After a previous successful trip in 2015, the Black Knights from Ards Rugby Club recently returned to St Savin Rugby Club in the south of France to partake in ‘les pots au feu’ a prestigious veterans tournament to compete with rugby clubs from all over Europe.
The Ards Squad travelled early last Friday, utilising a range of connecting flights and coach transfers before checking in at the highly acclaimed Mister Bed hotel in Bourgoin Jallieu. The Black Knights met up with our resort guide, the inimitable Bernard Easement from St Savin Rugby Club. Bernard escorted us to a local watering hole, where the squad could discuss tactics, run through moves, and prepare for the early start in a professional manner.
The tournament started on Saturday morning, at St Savin Rugby Club in a truly beautiful setting. Lying in an East/West valley, overlooked by vineyards on the nearby hills, the pitches were framed by a picturesque town hall on one side and a 17th century chapel and clock tower on the other. Thankfully the Black Knights knew all about 'l'esprit de clocher' so were expecting a tough challenge from the local teams and their fellow tourists.
The weather was perfect for running rugby, and the team of Ards athletes crawled out of the changing room to face their toughest test of the tour so far, the warm up. Past President Alistair Wilson offered to 'beast' the boys into submission, however the lads instead followed the advice of that other former club leader Rodney 'The Comber Cannonball' Jess, who advised that a glass of wine and a croissant always did the trick for him.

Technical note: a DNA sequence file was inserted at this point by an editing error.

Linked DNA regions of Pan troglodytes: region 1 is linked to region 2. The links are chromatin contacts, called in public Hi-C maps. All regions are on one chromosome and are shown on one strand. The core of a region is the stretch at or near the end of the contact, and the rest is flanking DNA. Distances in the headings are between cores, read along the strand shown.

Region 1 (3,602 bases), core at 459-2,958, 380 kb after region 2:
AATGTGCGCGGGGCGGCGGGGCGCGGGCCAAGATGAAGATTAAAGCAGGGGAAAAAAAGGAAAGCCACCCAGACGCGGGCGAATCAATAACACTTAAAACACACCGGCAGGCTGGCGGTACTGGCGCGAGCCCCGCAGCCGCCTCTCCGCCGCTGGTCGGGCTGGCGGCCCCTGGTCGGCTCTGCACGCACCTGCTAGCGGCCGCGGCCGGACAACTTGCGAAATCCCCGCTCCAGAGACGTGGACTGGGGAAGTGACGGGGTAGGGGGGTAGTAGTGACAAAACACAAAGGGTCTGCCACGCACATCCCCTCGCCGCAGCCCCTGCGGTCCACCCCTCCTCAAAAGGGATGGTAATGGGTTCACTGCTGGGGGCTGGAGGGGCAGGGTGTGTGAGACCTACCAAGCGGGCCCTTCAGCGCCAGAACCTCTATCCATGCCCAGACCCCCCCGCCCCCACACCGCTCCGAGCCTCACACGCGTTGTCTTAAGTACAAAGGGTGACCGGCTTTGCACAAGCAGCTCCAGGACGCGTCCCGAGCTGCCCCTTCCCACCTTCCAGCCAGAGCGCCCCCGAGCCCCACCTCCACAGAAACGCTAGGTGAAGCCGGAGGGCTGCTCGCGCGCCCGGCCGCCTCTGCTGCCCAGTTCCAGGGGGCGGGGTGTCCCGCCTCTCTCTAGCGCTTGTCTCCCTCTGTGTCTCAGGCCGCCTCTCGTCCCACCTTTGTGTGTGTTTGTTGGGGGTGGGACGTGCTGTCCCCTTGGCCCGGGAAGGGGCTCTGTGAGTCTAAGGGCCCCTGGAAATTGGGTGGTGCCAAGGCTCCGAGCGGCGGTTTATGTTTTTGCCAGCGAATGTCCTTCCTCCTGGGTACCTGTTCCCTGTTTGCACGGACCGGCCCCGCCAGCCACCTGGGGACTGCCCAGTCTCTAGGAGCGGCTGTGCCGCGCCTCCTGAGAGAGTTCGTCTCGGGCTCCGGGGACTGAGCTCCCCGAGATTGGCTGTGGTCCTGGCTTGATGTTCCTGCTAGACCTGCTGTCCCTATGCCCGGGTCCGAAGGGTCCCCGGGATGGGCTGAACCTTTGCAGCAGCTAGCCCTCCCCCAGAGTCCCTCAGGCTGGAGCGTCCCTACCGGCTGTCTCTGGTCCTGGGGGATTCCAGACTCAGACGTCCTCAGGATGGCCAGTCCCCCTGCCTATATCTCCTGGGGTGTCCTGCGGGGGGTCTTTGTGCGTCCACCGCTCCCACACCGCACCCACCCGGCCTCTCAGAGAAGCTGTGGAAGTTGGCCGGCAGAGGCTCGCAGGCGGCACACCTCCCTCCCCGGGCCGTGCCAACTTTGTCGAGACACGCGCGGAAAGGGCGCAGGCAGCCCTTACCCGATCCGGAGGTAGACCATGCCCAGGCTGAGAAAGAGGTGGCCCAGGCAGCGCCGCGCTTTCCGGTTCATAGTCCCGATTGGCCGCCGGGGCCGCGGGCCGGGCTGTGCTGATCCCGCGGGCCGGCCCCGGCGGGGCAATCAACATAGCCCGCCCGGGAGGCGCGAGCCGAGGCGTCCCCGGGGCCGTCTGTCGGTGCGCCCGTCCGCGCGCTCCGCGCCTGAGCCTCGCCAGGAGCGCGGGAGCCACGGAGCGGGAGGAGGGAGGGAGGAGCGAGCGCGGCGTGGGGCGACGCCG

First up for the Strangford lough men was the opening tie of the tournament on the main pitch against Jouven Ceps. Ards got the better of the opening exchanges with skipper David Thompson and Shane Barr carrying strongly and providing a useful platform for Matchett and Bell to link with their three quarters. Stewart Paul made the initial line break before feeding Ards all-time leading try scorer Cyril Stocker who fittingly opened the scoring for the men in black. Shane Stewart was going well and as the Jouven midfield had to focus more men trying to stop the powerful kiwi, this left space on the flanks and both Gordy McBride and Chrissy Allen scored out wide to give Ards a healthy half time lead. A quick tactical chat and a significant moment for Ards as long time club sponsor Ricky Poulter crossed the whitewash to represent his beloved club for the first time. The Ards attack was hotter than one of Poults multi fuel high efficiency Scandinavian stoves as they cut the Jouven defence open at will. Stevie Bell and then Stewart Paul dotted down to give Ards an impressive 5-0 victory in the opening round of games.